McAdam adds, “The more difficult question is whether he is still a psychopath with criminal desires and whether that personality trait can be rehabilitated.”
Importantly, he also points out that both experts testified that most psychopaths are not criminals.
Thus McAdam, concludes in 2018, “The claim that Marsh is a dangerous psychopath is not dispositive here.”
What he finds more important is the understanding of the scope of the individualized rehabilitation in this case. His thoughtful analysis showed concern that the trauma experienced could be a trigger, and asked, “what happens when he is not in a controlled setting?” He adds, “This is where the fragile psyche is a concern.”
The judge ultimately found, “Based on the record before the Court and given that he has not addressed the main traumas in his life at all in the five years since the crime, there is virtually no chance that Marsh will be rehabilitated before he turns 25 years old—it is certainly not a likelihood.”
However, upon observing the testimony of Marsh, he said, “The court did not find him to be making any effort to manipulate or mislead the Court in any way.”
The judge found he had made since progress, but that “it all falls far short, given the enormity of the problem—namely, a fragile emotional condition that can be triggered by events that others can simply resolve with therapy and support.”
I can also say that Marsh, who is serving in Donovan, is in a place with some individuals that the Vanguard has been working with. What I have basically heard is that Marsh hardly resembles the person that he has been portrayed as in the media.
While I think people will tend to discount this point, remember that incarcerated people generally have a good sense for whether something is an act or sincere.
The whole point of having a juvenile justice wing of the criminal legal system is the acknowledgement that juveniles are not merely mini-versions of adults. Their brain development up until 25 years of age is not complete. Add in a whole bunch of mental health diagnoses and you have a recipe for trouble.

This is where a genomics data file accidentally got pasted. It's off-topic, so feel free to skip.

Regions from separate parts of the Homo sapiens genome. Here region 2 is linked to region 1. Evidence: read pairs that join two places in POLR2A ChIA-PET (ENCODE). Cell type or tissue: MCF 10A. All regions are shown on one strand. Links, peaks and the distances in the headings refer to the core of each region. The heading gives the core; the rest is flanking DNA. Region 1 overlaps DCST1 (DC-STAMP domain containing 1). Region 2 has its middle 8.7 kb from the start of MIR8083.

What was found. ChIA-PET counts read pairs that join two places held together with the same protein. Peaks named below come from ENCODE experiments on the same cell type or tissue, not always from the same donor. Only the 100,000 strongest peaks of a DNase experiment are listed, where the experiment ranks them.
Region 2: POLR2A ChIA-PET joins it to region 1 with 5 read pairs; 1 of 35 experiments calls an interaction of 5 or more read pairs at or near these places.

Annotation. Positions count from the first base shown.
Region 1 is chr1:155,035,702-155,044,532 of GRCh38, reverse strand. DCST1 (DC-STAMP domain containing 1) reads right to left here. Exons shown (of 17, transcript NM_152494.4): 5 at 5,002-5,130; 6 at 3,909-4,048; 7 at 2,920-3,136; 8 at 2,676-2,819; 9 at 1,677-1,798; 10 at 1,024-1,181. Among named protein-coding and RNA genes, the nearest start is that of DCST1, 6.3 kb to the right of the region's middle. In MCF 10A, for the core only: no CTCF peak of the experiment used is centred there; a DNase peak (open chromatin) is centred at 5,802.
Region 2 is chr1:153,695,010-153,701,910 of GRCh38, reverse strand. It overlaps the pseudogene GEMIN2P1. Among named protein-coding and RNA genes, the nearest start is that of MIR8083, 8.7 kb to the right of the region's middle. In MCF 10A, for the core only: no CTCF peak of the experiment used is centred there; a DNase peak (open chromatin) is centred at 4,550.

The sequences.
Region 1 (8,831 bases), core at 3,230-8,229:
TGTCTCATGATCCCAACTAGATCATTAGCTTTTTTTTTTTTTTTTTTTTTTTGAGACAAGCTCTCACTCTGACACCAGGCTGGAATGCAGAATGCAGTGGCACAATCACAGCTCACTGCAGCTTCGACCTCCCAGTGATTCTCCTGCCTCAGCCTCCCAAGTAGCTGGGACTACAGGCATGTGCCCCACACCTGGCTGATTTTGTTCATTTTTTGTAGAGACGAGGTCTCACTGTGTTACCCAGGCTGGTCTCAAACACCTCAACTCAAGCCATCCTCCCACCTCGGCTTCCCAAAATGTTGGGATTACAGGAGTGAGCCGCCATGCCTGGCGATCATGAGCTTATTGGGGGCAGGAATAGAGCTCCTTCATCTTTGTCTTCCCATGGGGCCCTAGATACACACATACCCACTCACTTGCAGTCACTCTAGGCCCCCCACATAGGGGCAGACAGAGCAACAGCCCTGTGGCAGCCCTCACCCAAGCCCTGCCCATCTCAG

But with treatment, work, and maturation, that is not necessarily a permanent condition.
None of this is to say that he should be released tomorrow or even at the age of 25, which would be in May of 2022. Prosecutors have the ability to request a judge hold Marsh longer for public safety concerns.
I do believe that this crime warrants additional time, that Marsh still probably has progress to make, and that the community would be uncomfortable and understandably so with his release at this time.
We should make these decisions, however, in an evidence-based manner that takes into account current diagnoses by actual mental health experts—not the understandable pain and suffering of the family, not the attempts to scare the public by the DA, not the extremist rhetoric of Victims United, but rather the sober calculus of experts trying to figure out the best course forward in a case that is anything but typical.
This is the exact time to ramp down the rhetoric, but not raise it up. And this is precisely why I am troubled to see the Yolo DA and Crime Victims United join forces with a still and understandably grieving family to raise the temperature in the room.
I tend to agree overall with Judge McAdam—that Marsh has made good progress from the reports that we have seen, that he continues to face considerable obstacles, that until the courts and professionals are convinced that he has addressed those issues, he remains a potential danger to the public.
Fortunately, AB 1391 does not leave the courts without tools here. They will simply need to rely on current and future diagnoses to guide them—and that’s fine.